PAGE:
About 45 women have been arrested in Zimbabwe's two main cities as they were participating Friday in a demonstration to call for peace and an end to political violence. The women are members of an organization called "Women of Zimbabwe Arise", which called for demonstrations in several cities on Valentine's Day, describing their protest as a march for love.
About 200 demonstrators in Harare, many of them wearing white, were handing out red roses and singing an African hymn when police moved in and arrested scores of them, as well as several journalists. They were all forced into the back of police vehicles and driven away. The arrests took place outside the United Nations headquarters in Zimbabwe.
The women participating in the demonstration were from a variety of backgrounds. Some were HIV - AIDS activists. Others were political activists and lawyers. There were also some farmers' wives and mothers among them, as well as nuns. Some of the women were elderly and frail.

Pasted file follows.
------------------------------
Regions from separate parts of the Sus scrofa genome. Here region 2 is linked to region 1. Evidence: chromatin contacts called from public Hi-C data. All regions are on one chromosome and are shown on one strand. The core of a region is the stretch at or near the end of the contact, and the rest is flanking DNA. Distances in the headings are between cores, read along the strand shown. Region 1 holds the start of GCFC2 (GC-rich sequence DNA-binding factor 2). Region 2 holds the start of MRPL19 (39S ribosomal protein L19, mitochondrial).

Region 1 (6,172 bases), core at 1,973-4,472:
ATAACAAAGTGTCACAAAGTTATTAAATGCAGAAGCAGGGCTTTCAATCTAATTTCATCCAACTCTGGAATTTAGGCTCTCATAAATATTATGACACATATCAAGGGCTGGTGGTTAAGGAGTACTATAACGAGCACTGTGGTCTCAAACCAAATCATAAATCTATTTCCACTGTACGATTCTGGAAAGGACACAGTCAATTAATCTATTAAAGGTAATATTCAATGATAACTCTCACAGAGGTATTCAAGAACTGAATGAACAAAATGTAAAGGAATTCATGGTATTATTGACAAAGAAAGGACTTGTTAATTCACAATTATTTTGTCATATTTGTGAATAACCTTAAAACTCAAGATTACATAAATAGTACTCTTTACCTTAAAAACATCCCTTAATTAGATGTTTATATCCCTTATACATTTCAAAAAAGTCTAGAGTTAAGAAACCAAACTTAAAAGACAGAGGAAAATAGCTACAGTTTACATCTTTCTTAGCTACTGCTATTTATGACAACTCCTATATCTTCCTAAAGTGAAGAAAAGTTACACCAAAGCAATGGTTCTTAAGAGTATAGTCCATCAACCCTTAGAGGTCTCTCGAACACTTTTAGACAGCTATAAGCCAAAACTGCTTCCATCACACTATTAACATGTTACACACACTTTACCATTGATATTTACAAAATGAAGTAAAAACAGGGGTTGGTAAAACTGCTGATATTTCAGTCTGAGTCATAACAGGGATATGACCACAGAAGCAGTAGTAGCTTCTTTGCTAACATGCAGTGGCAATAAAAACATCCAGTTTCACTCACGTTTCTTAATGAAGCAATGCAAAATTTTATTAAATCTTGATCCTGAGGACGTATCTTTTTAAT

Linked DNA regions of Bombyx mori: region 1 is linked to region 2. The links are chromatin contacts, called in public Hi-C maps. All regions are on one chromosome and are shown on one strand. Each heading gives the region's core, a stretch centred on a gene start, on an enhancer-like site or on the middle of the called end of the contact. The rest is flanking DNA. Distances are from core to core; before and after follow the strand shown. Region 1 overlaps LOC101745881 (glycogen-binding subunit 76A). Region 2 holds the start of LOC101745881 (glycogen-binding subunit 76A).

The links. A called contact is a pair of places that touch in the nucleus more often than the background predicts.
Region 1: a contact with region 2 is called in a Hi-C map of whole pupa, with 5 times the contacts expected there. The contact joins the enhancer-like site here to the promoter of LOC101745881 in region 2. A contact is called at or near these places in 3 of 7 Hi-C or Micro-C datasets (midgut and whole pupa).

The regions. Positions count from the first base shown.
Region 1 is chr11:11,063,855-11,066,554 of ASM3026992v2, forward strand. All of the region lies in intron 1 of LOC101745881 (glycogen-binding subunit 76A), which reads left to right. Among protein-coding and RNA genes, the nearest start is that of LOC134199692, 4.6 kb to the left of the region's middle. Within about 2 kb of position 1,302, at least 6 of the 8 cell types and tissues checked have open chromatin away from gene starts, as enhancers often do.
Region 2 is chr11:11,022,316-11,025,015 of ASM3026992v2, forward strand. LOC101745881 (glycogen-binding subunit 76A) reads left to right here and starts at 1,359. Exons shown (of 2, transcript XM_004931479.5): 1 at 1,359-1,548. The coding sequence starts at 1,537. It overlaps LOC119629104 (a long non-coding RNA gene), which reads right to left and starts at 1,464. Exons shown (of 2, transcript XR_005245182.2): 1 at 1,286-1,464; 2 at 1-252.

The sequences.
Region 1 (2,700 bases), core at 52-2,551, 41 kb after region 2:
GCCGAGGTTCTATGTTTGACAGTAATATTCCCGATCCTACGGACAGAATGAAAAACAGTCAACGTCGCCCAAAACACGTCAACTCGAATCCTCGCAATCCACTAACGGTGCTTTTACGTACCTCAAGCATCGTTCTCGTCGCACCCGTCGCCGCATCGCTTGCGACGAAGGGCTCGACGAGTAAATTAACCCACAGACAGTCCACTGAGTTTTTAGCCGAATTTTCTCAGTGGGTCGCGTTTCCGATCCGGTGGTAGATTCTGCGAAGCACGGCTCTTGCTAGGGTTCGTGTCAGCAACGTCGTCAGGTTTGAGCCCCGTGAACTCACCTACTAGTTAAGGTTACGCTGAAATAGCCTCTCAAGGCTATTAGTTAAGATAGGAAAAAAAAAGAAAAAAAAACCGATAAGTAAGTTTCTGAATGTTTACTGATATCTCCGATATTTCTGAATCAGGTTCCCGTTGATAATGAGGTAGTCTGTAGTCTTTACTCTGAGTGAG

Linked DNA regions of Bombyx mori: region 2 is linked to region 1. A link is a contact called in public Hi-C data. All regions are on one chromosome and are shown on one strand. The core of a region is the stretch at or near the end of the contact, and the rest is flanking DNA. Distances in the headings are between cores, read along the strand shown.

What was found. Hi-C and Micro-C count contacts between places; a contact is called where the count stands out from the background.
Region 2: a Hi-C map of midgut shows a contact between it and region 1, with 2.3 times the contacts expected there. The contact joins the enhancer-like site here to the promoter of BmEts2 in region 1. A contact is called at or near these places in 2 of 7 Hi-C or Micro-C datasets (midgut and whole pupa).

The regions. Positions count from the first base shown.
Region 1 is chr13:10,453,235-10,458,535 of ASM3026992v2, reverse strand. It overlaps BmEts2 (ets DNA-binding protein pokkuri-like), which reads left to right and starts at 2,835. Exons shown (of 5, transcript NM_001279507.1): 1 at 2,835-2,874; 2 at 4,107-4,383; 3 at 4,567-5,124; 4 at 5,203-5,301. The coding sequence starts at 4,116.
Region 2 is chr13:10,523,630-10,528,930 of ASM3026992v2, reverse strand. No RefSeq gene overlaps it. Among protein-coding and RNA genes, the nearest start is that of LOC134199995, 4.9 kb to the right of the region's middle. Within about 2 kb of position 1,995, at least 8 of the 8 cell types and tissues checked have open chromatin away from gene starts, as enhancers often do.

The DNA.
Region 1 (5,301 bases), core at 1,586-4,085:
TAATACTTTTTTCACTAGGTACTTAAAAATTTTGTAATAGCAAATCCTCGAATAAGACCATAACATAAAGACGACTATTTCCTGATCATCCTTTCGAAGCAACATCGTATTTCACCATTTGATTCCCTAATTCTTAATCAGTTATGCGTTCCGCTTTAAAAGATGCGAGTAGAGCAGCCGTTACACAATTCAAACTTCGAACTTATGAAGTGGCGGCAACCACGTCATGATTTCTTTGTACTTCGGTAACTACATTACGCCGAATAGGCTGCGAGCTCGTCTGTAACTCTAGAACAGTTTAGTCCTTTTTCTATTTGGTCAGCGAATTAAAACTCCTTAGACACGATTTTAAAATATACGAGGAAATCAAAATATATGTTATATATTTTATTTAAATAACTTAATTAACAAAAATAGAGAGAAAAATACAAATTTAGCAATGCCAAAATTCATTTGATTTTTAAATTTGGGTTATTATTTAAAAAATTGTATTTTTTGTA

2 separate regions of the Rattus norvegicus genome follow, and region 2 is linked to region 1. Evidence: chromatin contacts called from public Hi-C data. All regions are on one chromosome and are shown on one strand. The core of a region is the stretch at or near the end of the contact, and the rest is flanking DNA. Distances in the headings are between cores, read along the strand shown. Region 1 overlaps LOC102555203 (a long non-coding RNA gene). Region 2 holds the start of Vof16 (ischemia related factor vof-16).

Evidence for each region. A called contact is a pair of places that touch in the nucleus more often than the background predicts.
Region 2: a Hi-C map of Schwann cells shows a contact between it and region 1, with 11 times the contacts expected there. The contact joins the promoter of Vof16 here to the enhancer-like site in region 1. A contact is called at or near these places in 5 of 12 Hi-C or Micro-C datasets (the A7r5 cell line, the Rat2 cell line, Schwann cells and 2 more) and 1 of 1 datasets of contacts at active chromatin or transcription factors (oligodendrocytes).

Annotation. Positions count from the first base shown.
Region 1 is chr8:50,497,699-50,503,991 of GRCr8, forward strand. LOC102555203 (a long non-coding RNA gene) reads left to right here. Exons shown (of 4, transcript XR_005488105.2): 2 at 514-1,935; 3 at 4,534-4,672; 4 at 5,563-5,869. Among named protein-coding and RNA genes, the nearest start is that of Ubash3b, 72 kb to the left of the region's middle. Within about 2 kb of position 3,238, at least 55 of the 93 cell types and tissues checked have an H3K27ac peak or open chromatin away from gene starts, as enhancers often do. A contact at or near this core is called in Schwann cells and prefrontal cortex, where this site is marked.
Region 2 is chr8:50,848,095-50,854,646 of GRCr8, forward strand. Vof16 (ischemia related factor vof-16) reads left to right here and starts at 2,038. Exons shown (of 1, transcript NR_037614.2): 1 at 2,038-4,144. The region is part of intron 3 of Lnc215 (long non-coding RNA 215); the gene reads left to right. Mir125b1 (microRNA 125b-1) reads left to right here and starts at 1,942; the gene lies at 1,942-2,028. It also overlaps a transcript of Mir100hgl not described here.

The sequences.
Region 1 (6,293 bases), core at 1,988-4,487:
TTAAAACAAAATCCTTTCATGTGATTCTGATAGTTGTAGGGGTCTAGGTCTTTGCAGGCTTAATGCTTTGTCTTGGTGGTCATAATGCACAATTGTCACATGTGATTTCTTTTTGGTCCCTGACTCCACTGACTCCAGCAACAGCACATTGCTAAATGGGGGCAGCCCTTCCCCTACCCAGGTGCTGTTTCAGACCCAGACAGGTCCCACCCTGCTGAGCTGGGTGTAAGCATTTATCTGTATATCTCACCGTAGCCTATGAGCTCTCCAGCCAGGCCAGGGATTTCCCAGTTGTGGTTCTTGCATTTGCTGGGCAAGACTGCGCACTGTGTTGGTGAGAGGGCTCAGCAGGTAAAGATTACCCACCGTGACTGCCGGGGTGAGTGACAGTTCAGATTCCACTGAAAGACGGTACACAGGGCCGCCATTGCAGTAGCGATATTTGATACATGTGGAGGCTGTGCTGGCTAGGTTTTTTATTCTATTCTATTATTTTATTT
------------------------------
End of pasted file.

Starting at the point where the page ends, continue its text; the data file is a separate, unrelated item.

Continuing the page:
Before the march, several of them said they expected to be detained because they did not have police permission for the demonstration.
Meanwhile, in Zimbabwe's second city, Bulawayo, about 150 people took part in a demonstration in the city center and about two dozen were arrested and all but a handful have now been released.
These are not the only arrests in recent days. On Thursday evening four people, including a priest, were arrested in a church hall in Harare. They were engaged in a debate on the role of the churches in Zimbabwe's present economic and political crisis.
The four were charged Friday under the Public Order and Security Act, which prohibits public meetings without permission. The four say they had notified the police about the meeting.